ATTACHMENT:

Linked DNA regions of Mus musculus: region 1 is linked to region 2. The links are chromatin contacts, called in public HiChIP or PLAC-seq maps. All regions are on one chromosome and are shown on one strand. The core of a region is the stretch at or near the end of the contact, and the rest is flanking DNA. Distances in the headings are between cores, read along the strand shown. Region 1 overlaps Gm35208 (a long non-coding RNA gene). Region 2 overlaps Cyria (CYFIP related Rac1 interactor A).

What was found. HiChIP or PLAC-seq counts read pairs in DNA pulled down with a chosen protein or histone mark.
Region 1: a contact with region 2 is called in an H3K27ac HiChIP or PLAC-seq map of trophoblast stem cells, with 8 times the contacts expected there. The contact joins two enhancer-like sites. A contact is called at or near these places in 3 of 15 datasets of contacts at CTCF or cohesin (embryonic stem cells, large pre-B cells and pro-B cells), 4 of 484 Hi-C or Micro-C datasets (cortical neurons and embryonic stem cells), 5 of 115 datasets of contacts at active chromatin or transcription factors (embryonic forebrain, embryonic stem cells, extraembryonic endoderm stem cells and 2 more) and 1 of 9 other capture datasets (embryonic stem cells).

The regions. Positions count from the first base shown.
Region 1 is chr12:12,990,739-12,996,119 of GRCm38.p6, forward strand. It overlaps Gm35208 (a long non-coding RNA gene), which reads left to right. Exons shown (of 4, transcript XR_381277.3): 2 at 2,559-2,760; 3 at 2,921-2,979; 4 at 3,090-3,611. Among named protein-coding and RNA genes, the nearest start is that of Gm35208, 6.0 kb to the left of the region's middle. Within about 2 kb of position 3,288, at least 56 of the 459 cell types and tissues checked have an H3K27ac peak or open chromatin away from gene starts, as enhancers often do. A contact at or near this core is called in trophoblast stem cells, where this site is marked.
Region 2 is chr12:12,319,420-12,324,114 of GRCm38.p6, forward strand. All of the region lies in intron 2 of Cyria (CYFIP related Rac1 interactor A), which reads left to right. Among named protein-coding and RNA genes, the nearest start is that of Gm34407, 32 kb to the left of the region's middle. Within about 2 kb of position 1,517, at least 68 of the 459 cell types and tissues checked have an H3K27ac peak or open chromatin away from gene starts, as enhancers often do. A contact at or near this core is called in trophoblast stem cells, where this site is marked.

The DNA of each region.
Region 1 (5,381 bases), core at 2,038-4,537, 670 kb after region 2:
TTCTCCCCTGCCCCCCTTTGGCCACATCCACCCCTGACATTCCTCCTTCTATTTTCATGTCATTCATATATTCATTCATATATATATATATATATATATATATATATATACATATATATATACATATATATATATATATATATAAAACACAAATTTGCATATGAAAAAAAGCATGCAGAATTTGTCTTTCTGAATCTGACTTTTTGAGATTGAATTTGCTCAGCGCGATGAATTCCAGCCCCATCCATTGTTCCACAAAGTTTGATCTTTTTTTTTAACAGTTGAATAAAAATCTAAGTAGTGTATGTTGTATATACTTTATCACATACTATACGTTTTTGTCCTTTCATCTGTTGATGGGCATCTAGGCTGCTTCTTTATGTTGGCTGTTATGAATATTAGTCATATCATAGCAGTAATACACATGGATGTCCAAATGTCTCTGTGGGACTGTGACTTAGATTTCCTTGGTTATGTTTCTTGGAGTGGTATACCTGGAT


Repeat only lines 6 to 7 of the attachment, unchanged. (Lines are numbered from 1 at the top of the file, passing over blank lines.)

Region 2 is chr12:12,319,420-12,324,114 of GRCm38.p6, forward strand. All of the region lies in intron 2 of Cyria (CYFIP related Rac1 interactor A), which reads left to right. Among named protein-coding and RNA genes, the nearest start is that of Gm34407, 32 kb to the left of the region's middle. Within about 2 kb of position 1,517, at least 68 of the 459 cell types and tissues checked have an H3K27ac peak or open chromatin away from gene starts, as enhancers often do. A contact at or near this core is called in trophoblast stem cells, where this site is marked.

The DNA of each region.